There was a little bit of a downturn in the stock market yesterday, around 1.7% if I recall. I really didn’t pay attention too much to the news. So, what of it? In the few fleeting seconds I was forced to watch a news story yesterday, I heard “plummet”, “collapse” and “plunge”. That’s all I could recall before I got my hand on the remote and went back to Monday Night Football.
A one-day decline of 1.7% along with a 4% decline since September 2 looks an awful lot like the beginnings of an ordinary run of the mill correction – unless it’s not. Therein lies the question we are all (well, not all – certainly not me) seeking. My advice: Don’t go there. Don’t even start.
“Far more money has been lost by investors preparing for corrections, or trying to anticipate corrections, than has been lost in corrections themselves.” – Peter Lynch
Since 1980, the stock market has returned a positive yearly return for 31 of the 41 years. So, 75% of the time stocks were higher at the end of the year versus where they began the year. There cannot be a better example than last year. Stocks started the year up, fell 34% in five weeks, returned to break-even for the year in August and closed 18% higher than where they began the year.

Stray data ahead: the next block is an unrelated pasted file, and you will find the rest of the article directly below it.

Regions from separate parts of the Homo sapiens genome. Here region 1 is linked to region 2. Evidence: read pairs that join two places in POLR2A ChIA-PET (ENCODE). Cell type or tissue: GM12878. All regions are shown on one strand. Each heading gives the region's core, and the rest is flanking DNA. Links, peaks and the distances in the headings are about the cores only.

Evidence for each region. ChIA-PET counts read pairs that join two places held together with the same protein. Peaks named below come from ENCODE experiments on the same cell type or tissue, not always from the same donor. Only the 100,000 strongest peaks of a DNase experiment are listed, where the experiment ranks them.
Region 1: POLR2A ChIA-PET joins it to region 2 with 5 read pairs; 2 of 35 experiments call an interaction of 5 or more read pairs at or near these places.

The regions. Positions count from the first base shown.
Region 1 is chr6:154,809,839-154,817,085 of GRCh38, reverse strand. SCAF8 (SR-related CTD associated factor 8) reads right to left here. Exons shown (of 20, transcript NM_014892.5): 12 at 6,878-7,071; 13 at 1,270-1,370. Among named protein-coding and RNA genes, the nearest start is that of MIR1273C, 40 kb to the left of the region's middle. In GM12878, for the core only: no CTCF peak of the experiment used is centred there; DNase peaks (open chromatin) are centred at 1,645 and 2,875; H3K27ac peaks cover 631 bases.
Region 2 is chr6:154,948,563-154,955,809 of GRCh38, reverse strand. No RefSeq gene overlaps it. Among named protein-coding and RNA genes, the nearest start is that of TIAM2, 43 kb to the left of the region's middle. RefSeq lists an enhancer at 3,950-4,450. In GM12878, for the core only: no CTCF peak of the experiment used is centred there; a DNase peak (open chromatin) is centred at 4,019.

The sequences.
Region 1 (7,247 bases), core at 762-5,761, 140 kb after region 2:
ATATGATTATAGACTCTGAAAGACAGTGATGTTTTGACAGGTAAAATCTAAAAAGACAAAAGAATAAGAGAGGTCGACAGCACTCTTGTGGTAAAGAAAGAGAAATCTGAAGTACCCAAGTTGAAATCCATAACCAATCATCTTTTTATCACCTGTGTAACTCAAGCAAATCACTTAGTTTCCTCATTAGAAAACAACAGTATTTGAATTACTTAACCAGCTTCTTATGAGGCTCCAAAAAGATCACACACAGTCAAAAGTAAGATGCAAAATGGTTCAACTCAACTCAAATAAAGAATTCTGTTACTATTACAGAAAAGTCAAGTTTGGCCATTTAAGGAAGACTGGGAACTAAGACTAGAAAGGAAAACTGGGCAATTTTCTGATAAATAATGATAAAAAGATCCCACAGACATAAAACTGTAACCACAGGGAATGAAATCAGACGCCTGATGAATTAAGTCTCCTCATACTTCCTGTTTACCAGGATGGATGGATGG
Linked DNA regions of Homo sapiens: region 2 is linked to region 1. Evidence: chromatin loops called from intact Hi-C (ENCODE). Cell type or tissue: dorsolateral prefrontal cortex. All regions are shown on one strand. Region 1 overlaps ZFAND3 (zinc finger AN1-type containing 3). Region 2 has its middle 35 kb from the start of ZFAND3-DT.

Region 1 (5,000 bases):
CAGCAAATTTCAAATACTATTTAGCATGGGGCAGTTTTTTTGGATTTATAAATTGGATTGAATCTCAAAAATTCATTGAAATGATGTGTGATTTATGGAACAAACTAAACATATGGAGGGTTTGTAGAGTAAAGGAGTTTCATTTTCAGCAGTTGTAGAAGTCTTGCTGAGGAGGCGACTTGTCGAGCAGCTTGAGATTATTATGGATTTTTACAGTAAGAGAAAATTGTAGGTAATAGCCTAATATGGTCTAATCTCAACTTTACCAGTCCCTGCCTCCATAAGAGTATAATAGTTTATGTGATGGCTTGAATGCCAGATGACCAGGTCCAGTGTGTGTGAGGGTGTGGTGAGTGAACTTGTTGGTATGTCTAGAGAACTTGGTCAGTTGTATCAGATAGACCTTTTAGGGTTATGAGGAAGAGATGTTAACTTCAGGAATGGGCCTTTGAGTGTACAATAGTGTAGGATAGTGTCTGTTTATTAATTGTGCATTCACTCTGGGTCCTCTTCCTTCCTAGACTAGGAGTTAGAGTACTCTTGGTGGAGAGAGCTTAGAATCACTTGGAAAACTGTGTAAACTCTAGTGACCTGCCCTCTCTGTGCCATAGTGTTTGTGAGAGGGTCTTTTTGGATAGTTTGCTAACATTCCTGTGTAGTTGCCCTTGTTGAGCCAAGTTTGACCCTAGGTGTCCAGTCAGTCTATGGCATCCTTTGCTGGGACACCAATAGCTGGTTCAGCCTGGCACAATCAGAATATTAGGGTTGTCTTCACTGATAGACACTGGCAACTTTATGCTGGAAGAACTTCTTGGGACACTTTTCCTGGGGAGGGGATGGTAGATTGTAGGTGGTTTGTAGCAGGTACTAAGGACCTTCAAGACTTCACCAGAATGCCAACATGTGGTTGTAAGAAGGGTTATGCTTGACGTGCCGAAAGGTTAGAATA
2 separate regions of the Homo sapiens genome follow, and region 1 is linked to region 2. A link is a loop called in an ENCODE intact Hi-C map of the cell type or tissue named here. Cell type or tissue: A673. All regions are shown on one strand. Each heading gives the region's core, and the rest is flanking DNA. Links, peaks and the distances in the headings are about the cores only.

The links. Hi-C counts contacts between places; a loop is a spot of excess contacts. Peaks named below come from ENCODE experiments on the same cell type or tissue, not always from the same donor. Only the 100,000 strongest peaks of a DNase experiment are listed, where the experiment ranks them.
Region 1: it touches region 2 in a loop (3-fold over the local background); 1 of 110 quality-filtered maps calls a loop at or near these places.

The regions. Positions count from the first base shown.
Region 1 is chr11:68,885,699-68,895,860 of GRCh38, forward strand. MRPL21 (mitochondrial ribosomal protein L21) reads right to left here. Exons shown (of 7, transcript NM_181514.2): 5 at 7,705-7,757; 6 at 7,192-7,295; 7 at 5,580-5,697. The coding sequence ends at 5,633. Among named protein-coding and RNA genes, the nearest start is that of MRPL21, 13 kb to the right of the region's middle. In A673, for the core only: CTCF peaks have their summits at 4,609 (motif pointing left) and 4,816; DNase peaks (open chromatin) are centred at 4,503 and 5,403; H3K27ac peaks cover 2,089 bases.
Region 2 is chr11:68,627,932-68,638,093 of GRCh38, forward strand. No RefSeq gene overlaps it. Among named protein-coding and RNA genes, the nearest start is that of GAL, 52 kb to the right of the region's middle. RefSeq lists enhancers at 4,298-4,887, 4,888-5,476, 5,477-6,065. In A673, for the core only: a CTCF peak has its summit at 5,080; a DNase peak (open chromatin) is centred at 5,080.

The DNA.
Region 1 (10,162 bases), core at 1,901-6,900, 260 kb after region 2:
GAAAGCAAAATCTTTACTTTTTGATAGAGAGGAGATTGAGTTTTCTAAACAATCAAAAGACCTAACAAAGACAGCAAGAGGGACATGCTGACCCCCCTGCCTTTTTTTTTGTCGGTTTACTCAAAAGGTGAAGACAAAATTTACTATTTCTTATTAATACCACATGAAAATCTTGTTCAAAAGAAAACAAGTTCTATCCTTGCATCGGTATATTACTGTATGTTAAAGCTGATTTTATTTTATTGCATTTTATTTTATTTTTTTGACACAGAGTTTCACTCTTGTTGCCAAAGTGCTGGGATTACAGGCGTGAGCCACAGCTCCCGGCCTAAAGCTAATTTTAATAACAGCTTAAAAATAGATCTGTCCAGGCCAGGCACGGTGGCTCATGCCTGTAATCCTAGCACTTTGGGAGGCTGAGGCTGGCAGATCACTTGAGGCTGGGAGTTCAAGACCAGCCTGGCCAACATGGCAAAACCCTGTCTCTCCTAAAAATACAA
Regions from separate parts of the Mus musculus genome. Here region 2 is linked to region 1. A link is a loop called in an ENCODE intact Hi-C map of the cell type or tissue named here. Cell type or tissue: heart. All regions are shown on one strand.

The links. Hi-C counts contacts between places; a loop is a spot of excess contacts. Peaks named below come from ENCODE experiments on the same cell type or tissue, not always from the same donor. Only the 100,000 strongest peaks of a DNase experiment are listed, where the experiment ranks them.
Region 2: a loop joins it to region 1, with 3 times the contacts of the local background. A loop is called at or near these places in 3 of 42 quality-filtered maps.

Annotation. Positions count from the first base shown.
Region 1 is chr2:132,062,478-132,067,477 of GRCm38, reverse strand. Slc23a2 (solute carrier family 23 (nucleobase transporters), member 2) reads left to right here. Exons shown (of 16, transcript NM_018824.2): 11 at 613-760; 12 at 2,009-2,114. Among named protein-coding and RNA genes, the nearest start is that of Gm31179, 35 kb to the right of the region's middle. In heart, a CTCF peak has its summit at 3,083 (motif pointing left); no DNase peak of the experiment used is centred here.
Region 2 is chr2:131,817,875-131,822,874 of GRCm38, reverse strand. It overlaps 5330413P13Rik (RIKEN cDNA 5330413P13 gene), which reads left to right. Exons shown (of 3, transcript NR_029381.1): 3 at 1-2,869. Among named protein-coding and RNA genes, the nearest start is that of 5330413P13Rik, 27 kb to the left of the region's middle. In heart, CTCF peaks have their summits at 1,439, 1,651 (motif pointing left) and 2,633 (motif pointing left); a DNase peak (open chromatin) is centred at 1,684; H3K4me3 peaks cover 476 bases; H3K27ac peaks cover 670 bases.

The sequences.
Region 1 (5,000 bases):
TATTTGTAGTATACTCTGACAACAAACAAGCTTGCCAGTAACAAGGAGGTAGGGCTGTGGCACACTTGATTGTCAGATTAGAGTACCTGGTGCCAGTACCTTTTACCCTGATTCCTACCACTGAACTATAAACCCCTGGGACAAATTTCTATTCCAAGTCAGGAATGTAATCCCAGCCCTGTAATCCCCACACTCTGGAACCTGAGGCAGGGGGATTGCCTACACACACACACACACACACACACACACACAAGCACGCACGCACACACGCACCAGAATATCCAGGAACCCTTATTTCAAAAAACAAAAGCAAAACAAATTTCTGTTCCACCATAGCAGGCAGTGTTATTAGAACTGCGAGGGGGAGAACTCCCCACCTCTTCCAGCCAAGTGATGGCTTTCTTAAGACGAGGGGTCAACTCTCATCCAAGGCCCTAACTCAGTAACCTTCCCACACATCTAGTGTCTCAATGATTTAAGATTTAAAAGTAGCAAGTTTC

Of the 41 years since 1980 (with the stock market making money 75% of those years), the average intra-year decline was 14%. You read that correctly. Corrections happen about as frequently as your birthday. So, with the stock market up 3 out of every 4 years, it fell an average of 14% every one of those years. That, my friends, is called volatility, not risk.
Another way of looking at this is equity returns have historically been positive, on average, three years out of four. That fourth year – the down one – wasn’t “volatile”. They were all “volatile”.
It is impossible to overemphasize the fact that one huge reason most investors ultimately fail is they actively misunderstand the concept of equity “volatility”. Its cultural connotation is always negative – the media never call a sudden, sharp lead upward in the markets “volatile”. And again, unaided human nature cannot differentiate between temporary decline and permanent loss.
In other words, extreme “volatility” is more a mass emotion than an economic or financial phenomenon. Our commitment to not reacting – to not giving into any mass emotion, but simply continuing to work your plan – will at the very least save us (and you) from making The Big Mistake.
If you would like to chat about anything, please reach out to me or any of our team.